Obadiah Stephenson, Sr., Plaintiff-appellant, v. Janet Reno, United States Attorney General et al.,defendants-appellees, 28 F.3d 26 (5th Cir. 1994)

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US Court of Appeals for the Fifth Circuit - 28 F.3d 26 (5th Cir. 1994) Aug. 8, 1994

Obadiah Stephenson, Sr., pro se.

Appeal from the United States District Court for the Eastern District of Louisiana.

Before POLITZ, Chief Judge, and JOLLY and DAVIS, Circuit Judges.


Obadiah Stephenson, Sr., a federal prisoner at the Federal Correctional Institution at Texarkana, Texas, filed the instant civil rights action under 28 U.S.C. §§ 1331, 1343(3), and 42 U.S.C. § 1985.1  The complaint named seventeen federal defendants, ranging from Attorney General Janet Reno to the assistant federal public defender who represented Stephenson in the criminal proceeding which forms the basis for this lawsuit. His complaint asserts a myriad of alleged violations of his civil rights and requests over $100 million in damages, all resulting from the investigation, conviction, and sentencing of Stephenson in federal court for conspiracy to possess with intent to distribute cocaine in violation of 21 U.S.C. §§ 841(a) (1), 846.

The district court noted that Stephenson's complaint constituted an attack on the fact or length of his confinement and, as such, concluded that Stephenson's exclusive initial remedy for such a challenge was a collateral attack on his conviction under 28 U.S.C. § 2255. The court held that, to the extent that Stephenson's complaint raised any civil rights claims, it would be held in abeyance, reserving to Stephenson the right to move to reopen the case within the six months following the exhaustion of his post-conviction remedies. Stephenson now appeals from that order.2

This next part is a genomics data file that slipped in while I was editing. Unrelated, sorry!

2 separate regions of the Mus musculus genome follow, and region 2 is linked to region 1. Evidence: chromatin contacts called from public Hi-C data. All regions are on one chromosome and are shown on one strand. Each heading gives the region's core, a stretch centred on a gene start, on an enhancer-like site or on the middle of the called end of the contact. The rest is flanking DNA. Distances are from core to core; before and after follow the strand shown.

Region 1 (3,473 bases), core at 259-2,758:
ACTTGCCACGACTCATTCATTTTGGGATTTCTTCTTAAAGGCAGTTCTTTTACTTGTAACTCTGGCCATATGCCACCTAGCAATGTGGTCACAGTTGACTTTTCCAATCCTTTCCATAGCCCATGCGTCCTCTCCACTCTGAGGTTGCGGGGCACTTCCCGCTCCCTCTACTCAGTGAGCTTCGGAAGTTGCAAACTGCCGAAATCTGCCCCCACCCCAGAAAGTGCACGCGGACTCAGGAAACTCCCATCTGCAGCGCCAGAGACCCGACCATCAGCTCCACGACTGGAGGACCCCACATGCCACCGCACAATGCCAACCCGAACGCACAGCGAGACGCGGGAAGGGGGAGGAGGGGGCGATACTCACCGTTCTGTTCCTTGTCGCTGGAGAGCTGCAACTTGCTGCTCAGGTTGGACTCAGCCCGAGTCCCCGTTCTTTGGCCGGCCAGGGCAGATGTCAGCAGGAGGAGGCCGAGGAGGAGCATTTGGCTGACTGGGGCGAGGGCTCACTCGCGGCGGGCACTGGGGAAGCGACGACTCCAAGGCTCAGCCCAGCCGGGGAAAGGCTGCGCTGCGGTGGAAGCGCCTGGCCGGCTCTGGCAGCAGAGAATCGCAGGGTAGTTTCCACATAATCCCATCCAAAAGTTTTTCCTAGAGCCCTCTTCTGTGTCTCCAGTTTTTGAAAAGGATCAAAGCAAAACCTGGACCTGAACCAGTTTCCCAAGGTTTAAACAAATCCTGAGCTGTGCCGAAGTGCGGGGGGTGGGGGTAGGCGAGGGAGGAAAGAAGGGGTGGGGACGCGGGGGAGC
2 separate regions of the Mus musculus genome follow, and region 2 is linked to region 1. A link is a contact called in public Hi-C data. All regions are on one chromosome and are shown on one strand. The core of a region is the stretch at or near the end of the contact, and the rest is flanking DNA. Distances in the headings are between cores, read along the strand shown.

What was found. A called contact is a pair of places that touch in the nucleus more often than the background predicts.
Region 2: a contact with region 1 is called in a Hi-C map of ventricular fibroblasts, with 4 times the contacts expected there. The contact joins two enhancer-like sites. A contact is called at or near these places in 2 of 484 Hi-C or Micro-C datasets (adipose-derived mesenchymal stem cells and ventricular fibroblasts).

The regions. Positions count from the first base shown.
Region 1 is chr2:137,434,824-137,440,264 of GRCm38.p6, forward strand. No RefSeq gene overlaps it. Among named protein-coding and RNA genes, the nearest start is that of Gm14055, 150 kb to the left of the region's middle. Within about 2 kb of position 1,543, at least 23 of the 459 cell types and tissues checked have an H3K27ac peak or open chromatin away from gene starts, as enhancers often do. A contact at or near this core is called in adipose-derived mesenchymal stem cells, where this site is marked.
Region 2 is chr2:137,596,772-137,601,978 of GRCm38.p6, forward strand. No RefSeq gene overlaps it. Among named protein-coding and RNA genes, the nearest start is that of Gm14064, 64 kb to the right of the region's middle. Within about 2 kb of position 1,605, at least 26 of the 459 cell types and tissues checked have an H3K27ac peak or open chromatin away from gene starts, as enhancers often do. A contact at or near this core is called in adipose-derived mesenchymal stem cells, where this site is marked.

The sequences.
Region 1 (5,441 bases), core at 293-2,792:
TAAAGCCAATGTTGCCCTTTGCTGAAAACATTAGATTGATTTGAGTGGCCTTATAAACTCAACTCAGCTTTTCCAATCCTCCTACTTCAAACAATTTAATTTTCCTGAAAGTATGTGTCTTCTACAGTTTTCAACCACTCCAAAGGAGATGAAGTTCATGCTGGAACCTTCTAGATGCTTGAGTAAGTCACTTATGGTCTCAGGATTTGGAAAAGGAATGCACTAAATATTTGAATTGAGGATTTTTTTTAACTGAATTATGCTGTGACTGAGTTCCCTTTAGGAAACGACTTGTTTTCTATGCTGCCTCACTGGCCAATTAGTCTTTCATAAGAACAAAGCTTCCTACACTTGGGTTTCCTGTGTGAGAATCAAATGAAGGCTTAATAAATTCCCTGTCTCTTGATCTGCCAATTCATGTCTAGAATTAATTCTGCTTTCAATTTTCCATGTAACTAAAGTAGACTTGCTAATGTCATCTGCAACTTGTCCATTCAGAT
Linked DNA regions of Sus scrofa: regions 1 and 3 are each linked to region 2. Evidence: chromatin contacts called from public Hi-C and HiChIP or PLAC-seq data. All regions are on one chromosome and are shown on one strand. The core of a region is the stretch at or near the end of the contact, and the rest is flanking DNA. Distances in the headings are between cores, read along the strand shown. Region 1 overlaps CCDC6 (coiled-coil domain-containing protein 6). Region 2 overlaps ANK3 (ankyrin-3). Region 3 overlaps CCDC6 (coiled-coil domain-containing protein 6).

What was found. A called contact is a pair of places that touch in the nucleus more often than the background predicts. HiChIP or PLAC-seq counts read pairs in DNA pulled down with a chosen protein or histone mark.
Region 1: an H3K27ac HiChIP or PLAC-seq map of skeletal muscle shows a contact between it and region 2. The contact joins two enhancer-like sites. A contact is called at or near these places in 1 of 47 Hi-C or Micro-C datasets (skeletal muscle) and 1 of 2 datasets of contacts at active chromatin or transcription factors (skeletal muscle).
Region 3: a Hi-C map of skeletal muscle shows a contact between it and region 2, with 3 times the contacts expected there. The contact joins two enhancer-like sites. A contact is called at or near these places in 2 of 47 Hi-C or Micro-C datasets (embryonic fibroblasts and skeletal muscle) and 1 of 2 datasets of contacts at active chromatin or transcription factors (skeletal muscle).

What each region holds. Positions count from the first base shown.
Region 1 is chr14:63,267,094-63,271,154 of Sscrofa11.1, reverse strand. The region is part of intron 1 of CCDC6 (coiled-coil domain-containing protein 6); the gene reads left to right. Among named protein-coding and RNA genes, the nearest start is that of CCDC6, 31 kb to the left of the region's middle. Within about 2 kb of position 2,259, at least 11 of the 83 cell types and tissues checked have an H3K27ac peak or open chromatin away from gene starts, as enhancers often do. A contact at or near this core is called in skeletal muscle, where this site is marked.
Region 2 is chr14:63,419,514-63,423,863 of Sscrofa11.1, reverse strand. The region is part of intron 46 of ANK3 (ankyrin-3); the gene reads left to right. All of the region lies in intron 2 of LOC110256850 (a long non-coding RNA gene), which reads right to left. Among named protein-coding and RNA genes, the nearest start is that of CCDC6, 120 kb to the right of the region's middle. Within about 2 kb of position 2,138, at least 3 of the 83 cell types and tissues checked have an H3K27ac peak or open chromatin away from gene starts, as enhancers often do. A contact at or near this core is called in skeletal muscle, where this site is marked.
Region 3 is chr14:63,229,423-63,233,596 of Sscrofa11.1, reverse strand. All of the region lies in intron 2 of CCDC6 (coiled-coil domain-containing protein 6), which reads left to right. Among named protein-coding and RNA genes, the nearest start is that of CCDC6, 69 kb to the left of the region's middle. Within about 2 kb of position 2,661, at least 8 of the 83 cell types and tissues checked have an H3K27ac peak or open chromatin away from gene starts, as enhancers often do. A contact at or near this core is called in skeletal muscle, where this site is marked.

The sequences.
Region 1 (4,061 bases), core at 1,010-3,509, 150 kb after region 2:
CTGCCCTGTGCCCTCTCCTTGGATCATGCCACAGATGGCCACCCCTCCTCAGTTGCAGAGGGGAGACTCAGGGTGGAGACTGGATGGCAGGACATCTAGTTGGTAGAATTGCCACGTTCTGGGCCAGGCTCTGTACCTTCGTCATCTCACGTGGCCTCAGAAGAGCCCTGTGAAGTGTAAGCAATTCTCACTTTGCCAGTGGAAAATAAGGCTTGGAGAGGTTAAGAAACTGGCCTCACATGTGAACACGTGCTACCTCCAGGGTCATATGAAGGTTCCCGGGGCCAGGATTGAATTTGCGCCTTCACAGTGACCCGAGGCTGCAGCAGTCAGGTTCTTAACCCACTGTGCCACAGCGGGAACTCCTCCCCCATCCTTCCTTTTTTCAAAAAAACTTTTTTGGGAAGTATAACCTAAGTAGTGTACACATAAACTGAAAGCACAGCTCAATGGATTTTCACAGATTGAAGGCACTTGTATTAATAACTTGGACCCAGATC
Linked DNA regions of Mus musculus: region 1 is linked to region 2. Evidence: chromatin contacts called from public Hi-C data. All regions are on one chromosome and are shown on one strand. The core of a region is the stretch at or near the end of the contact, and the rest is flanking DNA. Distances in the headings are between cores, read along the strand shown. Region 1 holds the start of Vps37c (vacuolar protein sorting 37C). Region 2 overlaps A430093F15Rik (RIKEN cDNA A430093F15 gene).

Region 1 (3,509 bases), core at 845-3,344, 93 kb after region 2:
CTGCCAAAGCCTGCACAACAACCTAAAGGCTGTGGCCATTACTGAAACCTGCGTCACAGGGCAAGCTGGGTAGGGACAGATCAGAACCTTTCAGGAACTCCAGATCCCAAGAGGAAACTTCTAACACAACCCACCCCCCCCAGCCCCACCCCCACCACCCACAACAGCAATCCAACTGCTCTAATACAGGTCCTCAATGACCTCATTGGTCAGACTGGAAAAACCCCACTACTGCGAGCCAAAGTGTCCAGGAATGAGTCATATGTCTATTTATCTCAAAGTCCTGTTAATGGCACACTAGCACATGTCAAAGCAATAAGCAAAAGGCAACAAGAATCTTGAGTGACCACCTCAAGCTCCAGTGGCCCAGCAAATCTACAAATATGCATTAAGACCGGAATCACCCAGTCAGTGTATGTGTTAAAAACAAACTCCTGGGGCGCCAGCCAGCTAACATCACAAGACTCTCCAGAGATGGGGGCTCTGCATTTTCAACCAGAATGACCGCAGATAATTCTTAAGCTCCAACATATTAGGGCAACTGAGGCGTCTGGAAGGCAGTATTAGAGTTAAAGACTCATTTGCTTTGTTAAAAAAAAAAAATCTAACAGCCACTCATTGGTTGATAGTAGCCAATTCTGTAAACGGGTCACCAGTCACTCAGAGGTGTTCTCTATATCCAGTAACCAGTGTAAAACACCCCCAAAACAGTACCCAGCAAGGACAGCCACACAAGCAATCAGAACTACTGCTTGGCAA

The law on exhaustion of habeas corpus remedies has changed since the district court ruled. In Heck v. Humphrey, --- U.S. ----, 114 S. Ct. 2364, 129 L. Ed. 2d 383 (1994), the Supreme Court held that, in order to recover damages for an allegedly unconstitutional conviction, or for "harm caused by actions whose unlawfulness would render a conviction or sentence invalid," a prisoner must show that the conviction or sentence has been "reversed on direct appeal, expunged by executive order, declared invalid by a state tribunal authorized to make such determination, or called into question by a federal court's issuance of a writ of habeas corpus." --- U.S. at ----, 114 S. Ct. at 2372. The Court analogized such a claim to the tort of malicious prosecution, one element of which is "the termination of the prior criminal proceeding in favor of the accused." Id. at ----, 114 S. Ct. at 2371.